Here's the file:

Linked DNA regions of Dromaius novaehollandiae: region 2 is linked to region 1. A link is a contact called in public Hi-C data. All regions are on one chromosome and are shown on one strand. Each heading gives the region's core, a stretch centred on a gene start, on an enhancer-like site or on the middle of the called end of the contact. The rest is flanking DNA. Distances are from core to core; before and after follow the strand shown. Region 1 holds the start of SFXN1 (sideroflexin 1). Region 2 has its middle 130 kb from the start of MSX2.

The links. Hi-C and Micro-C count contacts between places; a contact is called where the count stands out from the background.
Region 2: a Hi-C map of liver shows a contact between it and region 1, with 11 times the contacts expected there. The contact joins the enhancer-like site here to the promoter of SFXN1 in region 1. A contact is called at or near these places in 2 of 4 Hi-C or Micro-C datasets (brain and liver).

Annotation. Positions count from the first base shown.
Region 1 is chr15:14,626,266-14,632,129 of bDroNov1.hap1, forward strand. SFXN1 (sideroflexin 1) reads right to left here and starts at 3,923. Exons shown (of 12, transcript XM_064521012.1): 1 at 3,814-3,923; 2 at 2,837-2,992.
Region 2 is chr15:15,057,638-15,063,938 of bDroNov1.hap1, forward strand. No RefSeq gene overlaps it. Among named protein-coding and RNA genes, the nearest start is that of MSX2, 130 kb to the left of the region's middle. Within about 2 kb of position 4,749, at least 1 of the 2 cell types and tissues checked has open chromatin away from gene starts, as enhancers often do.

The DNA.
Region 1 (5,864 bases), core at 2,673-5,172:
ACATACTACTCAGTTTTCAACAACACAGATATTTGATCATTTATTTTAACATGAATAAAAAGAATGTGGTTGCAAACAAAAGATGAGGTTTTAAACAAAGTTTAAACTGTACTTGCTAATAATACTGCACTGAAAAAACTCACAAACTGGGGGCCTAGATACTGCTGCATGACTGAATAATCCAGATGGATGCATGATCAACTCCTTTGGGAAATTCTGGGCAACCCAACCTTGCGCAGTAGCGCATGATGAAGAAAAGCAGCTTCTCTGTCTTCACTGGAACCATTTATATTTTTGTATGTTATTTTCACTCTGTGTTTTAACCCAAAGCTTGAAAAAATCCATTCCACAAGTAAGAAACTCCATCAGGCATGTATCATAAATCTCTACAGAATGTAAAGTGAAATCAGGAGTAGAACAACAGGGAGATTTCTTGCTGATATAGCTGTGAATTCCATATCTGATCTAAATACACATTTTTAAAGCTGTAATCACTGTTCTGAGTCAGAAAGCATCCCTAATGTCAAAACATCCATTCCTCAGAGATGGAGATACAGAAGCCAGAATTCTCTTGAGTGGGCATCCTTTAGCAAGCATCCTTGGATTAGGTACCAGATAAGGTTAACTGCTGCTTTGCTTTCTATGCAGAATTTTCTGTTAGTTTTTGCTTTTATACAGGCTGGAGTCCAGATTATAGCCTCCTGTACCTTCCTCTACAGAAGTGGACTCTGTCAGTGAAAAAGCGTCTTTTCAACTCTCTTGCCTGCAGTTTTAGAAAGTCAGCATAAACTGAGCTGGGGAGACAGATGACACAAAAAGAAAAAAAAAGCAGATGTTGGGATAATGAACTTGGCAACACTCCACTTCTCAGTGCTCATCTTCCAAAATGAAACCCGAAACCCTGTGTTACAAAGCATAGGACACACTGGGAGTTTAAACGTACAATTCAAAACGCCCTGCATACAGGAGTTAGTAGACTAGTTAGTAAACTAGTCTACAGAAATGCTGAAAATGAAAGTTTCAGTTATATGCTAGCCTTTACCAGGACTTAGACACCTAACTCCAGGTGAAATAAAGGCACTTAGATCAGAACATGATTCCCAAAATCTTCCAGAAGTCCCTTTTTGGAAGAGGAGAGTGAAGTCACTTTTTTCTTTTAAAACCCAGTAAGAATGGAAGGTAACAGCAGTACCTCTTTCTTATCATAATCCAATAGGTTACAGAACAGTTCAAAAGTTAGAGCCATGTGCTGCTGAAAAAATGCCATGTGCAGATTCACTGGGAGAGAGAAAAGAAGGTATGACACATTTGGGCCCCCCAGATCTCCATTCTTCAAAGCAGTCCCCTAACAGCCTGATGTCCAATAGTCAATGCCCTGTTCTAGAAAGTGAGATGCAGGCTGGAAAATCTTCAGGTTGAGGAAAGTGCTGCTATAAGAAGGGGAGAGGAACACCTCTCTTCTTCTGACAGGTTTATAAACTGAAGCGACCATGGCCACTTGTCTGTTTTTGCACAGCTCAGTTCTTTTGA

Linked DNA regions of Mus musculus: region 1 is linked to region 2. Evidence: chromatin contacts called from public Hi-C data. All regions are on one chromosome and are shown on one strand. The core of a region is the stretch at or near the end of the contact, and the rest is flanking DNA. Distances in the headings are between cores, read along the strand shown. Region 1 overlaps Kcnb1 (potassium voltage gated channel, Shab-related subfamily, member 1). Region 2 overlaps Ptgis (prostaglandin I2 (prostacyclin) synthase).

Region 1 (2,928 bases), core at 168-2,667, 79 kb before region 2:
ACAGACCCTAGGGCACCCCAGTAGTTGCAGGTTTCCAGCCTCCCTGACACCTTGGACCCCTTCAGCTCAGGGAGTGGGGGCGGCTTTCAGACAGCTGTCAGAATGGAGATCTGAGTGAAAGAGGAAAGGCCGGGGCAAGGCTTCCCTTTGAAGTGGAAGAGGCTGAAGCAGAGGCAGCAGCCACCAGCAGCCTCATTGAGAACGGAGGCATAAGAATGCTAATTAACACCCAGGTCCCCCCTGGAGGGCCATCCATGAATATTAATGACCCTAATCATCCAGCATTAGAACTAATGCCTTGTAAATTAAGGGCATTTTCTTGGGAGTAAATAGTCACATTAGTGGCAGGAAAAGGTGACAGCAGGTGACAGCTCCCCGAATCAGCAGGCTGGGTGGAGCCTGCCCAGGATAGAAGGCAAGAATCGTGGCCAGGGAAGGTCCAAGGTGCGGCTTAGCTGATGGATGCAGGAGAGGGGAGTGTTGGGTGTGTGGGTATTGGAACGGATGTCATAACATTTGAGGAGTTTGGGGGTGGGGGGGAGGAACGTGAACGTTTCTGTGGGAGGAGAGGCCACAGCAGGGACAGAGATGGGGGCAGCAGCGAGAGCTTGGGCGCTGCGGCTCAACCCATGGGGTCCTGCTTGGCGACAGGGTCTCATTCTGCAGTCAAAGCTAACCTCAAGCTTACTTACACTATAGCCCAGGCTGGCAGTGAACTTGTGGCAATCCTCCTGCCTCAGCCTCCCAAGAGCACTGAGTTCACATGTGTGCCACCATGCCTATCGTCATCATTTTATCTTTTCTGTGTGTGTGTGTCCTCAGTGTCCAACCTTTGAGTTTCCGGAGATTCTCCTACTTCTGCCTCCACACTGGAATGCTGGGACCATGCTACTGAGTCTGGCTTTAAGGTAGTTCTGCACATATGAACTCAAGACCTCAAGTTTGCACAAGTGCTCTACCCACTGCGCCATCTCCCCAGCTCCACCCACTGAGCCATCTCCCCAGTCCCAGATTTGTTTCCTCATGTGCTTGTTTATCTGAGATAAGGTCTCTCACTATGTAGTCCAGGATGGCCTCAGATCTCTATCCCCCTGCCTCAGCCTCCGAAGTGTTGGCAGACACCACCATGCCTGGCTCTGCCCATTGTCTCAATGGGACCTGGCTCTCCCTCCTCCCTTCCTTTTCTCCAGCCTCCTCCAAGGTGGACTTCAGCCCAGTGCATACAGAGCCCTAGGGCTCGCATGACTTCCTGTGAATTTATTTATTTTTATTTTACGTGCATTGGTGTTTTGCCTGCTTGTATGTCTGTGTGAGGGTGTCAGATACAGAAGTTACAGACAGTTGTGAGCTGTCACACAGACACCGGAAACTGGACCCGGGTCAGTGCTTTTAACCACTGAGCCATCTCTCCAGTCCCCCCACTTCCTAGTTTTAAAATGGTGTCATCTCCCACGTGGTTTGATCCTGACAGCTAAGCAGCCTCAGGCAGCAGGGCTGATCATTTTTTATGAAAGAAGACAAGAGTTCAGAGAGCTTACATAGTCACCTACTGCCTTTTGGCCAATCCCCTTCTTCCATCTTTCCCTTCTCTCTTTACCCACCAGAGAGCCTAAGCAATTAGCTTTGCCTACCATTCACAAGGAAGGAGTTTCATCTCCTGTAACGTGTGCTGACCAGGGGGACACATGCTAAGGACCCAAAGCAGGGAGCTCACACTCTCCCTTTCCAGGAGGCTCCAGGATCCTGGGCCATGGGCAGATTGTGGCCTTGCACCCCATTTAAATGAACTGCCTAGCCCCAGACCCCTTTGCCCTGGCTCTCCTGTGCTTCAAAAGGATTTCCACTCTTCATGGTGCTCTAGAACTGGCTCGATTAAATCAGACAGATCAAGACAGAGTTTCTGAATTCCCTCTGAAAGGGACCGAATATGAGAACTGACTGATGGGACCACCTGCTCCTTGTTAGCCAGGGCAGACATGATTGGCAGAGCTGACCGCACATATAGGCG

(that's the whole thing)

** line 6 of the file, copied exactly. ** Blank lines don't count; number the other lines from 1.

Region 2 is chr15:15,057,638-15,063,938 of bDroNov1.hap1, forward strand. No RefSeq gene overlaps it. Among named protein-coding and RNA genes, the nearest start is that of MSX2, 130 kb to the left of the region's middle. Within about 2 kb of position 4,749, at least 1 of the 2 cell types and tissues checked has open chromatin away from gene starts, as enhancers often do.